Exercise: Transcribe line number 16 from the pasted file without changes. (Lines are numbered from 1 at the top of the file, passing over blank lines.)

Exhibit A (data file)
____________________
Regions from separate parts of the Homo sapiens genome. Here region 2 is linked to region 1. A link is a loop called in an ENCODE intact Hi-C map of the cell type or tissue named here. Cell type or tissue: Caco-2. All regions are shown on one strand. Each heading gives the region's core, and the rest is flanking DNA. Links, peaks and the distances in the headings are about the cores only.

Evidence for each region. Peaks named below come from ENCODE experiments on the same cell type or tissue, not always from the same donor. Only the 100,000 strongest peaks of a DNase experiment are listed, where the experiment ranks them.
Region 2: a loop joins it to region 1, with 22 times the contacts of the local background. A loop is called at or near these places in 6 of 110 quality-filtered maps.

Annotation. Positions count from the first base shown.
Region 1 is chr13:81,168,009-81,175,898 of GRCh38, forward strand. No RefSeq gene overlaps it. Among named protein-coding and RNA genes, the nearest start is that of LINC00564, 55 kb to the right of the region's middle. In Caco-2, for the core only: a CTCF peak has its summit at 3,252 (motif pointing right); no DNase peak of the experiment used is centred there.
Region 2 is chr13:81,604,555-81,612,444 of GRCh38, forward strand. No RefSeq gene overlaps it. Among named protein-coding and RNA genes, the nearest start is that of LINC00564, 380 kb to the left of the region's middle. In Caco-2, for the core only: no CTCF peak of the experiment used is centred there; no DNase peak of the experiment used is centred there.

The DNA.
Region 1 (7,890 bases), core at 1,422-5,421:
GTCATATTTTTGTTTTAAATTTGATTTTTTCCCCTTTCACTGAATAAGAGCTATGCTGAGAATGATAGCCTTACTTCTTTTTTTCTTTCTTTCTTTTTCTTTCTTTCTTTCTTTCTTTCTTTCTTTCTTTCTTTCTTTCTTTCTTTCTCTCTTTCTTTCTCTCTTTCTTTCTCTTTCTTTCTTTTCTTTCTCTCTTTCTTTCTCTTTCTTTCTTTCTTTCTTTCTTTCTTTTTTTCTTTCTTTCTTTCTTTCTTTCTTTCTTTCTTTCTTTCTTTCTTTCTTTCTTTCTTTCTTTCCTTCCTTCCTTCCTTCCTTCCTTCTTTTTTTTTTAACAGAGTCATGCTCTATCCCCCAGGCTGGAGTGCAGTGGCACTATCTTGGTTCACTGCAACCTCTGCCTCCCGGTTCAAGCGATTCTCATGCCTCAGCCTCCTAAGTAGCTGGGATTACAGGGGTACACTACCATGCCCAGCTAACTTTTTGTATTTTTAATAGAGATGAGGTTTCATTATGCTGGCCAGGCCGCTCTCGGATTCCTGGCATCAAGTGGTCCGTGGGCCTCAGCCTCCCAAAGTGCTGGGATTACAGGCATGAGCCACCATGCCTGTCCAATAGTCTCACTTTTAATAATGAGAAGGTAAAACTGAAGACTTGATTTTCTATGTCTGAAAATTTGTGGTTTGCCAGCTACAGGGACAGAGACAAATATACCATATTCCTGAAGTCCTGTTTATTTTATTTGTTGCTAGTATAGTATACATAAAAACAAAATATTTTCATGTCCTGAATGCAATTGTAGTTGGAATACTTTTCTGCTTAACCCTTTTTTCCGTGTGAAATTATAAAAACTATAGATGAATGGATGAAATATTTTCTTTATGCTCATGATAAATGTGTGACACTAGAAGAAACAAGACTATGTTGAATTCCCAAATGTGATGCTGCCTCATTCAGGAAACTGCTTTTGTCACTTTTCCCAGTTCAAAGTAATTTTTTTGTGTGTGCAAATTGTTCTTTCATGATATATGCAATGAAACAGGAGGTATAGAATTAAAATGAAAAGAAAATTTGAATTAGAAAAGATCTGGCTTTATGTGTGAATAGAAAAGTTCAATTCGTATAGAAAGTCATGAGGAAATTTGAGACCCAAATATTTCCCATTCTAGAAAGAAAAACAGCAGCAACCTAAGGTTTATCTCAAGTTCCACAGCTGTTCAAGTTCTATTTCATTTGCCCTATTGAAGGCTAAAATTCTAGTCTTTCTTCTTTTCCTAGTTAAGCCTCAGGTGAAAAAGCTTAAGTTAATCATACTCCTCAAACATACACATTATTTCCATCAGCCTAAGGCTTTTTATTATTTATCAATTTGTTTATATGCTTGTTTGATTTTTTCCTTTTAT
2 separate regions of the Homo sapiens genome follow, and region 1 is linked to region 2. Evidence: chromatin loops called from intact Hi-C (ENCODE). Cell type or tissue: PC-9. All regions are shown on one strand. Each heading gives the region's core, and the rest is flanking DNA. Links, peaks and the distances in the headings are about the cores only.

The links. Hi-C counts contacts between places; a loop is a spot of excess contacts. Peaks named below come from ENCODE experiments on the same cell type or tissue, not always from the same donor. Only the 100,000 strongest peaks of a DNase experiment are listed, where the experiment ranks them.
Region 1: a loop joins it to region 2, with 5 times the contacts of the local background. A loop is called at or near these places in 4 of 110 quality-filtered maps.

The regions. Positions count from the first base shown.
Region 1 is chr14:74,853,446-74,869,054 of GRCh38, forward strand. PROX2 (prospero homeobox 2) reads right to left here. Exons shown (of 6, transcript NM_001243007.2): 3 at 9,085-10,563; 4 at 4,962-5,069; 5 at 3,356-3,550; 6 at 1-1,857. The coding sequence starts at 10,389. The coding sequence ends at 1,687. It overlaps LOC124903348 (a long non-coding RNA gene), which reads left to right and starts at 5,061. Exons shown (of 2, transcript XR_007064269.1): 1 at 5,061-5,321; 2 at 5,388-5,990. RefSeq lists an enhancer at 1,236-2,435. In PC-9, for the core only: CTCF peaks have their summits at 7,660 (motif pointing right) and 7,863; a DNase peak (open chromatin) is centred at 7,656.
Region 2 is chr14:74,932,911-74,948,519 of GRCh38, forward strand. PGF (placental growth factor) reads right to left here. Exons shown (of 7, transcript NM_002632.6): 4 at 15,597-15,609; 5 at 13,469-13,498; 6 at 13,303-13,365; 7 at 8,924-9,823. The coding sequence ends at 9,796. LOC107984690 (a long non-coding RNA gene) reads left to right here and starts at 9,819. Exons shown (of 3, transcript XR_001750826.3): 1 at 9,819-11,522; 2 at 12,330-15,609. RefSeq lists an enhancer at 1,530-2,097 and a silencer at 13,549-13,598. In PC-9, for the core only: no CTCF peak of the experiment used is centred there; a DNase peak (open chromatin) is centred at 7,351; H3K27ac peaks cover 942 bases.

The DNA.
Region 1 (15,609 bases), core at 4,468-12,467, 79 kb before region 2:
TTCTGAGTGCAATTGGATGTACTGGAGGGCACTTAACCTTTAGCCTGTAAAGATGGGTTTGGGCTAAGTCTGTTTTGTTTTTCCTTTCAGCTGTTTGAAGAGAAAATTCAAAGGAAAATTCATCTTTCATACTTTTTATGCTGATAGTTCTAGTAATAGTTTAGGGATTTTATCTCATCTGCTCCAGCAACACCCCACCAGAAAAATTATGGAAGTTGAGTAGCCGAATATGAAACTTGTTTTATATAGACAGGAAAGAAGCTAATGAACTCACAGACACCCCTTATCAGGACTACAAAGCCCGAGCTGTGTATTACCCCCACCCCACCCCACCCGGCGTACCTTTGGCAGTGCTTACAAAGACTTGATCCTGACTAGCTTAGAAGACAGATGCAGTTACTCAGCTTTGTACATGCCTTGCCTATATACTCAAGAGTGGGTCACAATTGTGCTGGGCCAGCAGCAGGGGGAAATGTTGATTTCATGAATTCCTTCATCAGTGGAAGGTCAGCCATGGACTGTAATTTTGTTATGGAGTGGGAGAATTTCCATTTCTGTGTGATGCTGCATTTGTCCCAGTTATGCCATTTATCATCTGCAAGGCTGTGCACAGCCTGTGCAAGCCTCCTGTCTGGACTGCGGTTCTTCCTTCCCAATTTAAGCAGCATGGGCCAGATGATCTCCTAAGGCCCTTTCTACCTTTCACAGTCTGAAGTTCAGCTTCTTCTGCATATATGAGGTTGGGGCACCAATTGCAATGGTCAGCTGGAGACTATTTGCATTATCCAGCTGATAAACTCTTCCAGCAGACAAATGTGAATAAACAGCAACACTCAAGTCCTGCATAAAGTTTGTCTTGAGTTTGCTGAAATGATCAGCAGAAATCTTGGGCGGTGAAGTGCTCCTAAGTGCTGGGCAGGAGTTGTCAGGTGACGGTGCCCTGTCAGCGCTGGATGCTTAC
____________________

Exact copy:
The DNA.